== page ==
Outbreaks of the Nearctic leafhopper Erasmoneura vulnerata represent a threat to vinegrowers in Southern Europe, in particular in North-eastern Italy. The pest outbreaks are frequent in organic vineyards because insecticides labeled for organic viticulture show limited effectiveness towards leafhoppers. On the other hand, the naturally occurring predators and parasitoids of E. vulnerata in vineyards are often not able to keep leafhopper densities at acceptable levels for vine-growers. In this study, we evaluated the potential of two generalist, commercially available predators, Chrysoperla carnea and Orius majusculus, in suppressing E. vulnerata. Laboratory and semi-field experiments were carried out to evaluate both species’ predation capacity on E. vulnerata nymphs. The experiments were conducted on grapevine leaves inside Petri dishes (laboratory) and on potted and caged grapevines (semi-field); in both experiments, the leaves or potted plants were infested with E. vulnerata nymphs prior to predator releases. Both predator species exhibited a remarkable voracity and significantly reduced leafhopper densities in laboratory and semi-field experiments. Therefore, field studies were carried out over two growing seasons in two vineyards. We released 4 O. majusculus adults and 30 C. carnea larvae per m2 of canopy. Predator releases in vineyards reduced leafhopper densities by about 30% compared to the control plots. Results obtained in this study showed that the two predators have a potential to suppress the pest density, but more research is required to define appropriate predator-prey release ratios and release timing. Studies on intraguild interactions and competition with naturally occurring predators are also suggested.

Evaluating the impact of two generalist predators on the leafhopper Erasmoneura vulnerata population density

Prazaru S. C.;Zanettin G.;Pozzebon A.;Tirello P.;Scaccini D.;Duso C.
2021

Abstract

Outbreaks of the Nearctic leafhopper Erasmoneura vulnerata represent a threat to vinegrowers in Southern Europe, in particular in North-eastern Italy. The pest outbreaks are frequent in organic vineyards because insecticides labeled for organic viticulture show limited effectiveness towards leafhoppers. On the other hand, the naturally occurring predators and parasitoids of E. vulnerata in vineyards are often not able to keep leafhopper densities at acceptable levels for vine-growers. In this study, we evaluated the potential of two generalist, commercially available predators, Chrysoperla carnea and Orius majusculus, in suppressing E. vulnerata. Laboratory and semi-field experiments were carried out to evaluate both species’ predation capacity on E. vulnerata nymphs. The experiments were conducted on grapevine leaves inside Petri dishes (laboratory) and on potted and caged grapevines (semi-field); in both experiments, the leaves or potted plants were infested with E. vulnerata nymphs prior to predator releases. Both predator species exhibited a remarkable voracity and significantly reduced leafhopper densities in laboratory and semi-field experiments. Therefore, field studies were carried out over two growing seasons in two vineyards. We released 4 O. majusculus adults and 30 C. carnea larvae per m2 of canopy. Predator releases in vineyards reduced leafhopper densities by about 30% compared to the control plots. Results obtained in this study showed that the two predators have a potential to suppress the pest density, but more research is required to define appropriate predator-prey release ratios and release timing. Studies on intraguild interactions and competition with naturally occurring predators are also suggested.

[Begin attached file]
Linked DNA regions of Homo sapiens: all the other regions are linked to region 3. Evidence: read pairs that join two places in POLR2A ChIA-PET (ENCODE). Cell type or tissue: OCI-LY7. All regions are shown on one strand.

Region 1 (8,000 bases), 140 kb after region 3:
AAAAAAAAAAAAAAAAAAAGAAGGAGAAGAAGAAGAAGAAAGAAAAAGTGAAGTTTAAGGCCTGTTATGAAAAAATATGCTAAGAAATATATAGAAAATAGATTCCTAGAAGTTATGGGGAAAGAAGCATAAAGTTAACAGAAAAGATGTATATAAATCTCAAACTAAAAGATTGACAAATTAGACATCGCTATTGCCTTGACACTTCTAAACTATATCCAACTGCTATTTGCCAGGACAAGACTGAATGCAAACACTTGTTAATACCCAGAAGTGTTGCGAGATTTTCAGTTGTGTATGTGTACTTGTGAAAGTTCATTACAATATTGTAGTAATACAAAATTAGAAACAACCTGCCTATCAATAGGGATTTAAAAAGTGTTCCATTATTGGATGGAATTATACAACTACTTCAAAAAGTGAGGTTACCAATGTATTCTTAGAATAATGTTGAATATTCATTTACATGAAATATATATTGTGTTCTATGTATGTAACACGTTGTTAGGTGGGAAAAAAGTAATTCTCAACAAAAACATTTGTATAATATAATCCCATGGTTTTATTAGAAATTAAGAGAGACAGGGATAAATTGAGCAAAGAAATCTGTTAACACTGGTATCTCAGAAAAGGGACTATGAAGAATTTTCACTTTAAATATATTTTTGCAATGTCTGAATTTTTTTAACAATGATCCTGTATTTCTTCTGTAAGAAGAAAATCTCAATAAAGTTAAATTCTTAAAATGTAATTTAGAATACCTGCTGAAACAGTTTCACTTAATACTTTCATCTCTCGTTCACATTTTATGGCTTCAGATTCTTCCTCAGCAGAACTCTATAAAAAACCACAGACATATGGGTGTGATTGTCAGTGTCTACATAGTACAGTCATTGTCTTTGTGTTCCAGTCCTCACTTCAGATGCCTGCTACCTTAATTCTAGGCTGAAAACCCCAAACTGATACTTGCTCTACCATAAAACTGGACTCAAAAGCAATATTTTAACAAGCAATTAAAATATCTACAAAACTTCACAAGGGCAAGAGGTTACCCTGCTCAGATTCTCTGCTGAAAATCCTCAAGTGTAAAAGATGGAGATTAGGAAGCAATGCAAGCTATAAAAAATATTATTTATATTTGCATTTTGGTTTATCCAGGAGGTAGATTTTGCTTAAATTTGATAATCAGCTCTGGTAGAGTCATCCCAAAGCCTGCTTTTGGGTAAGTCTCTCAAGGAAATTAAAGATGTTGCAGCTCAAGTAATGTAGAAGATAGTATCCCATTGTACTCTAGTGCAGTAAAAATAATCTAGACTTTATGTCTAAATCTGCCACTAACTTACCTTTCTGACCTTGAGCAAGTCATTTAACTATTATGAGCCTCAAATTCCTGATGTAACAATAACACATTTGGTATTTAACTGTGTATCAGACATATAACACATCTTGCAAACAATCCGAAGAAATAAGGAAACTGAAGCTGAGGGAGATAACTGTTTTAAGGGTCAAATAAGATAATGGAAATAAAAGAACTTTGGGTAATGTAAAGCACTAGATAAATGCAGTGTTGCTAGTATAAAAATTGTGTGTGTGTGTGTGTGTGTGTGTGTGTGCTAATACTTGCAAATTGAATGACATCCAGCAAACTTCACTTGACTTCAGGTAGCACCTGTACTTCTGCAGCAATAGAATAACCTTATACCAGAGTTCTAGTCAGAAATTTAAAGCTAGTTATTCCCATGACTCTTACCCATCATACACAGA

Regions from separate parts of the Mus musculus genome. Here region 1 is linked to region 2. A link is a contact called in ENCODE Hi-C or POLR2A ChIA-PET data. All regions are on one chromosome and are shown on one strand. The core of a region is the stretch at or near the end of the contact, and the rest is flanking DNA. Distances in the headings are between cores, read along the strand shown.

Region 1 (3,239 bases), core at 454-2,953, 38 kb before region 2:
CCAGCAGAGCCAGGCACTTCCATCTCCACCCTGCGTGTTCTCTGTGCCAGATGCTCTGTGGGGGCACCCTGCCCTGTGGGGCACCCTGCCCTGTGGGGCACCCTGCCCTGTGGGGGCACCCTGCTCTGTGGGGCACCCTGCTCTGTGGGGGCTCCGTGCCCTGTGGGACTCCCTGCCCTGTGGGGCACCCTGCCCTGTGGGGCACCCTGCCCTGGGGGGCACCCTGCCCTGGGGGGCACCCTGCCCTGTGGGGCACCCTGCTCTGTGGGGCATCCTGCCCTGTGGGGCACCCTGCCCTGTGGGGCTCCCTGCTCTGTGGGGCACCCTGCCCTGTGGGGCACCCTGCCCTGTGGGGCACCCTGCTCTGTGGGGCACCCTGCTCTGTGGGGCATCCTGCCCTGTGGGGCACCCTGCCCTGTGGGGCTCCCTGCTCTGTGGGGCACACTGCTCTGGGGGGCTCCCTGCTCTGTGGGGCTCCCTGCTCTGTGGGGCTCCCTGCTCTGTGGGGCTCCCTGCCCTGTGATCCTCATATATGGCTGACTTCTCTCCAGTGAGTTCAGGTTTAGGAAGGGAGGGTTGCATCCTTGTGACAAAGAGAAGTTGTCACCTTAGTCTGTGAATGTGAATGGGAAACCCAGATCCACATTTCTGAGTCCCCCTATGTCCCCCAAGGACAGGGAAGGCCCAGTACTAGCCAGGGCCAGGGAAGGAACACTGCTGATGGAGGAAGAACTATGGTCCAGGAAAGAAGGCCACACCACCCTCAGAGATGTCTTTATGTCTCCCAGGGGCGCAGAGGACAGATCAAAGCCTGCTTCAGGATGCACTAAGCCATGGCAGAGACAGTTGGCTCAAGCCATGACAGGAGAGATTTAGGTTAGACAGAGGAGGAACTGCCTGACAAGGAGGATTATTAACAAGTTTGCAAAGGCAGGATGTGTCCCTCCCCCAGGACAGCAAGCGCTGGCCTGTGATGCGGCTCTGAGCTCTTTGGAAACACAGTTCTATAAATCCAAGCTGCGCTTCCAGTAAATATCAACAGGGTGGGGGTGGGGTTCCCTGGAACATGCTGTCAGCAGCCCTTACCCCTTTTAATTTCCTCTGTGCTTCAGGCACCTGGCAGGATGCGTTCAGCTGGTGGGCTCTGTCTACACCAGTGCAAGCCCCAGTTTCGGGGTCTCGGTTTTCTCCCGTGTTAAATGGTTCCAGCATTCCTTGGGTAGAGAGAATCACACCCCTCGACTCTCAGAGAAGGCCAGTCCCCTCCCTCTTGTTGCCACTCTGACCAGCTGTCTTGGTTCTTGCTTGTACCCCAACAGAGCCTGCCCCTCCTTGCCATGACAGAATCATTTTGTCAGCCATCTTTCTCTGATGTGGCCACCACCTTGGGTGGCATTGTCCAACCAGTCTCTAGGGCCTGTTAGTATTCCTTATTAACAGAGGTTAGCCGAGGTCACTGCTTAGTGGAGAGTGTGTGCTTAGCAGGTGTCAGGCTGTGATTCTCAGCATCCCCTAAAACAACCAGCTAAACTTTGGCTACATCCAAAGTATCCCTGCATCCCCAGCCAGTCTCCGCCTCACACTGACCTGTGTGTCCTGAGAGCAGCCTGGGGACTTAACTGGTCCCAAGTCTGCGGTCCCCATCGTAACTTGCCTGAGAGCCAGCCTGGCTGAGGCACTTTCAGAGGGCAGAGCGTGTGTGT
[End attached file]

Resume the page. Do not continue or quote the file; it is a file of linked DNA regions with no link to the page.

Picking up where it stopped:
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Utilizza questo identificativo per citare o creare un link a questo documento: http://hdl.handle.net/11577/3400808
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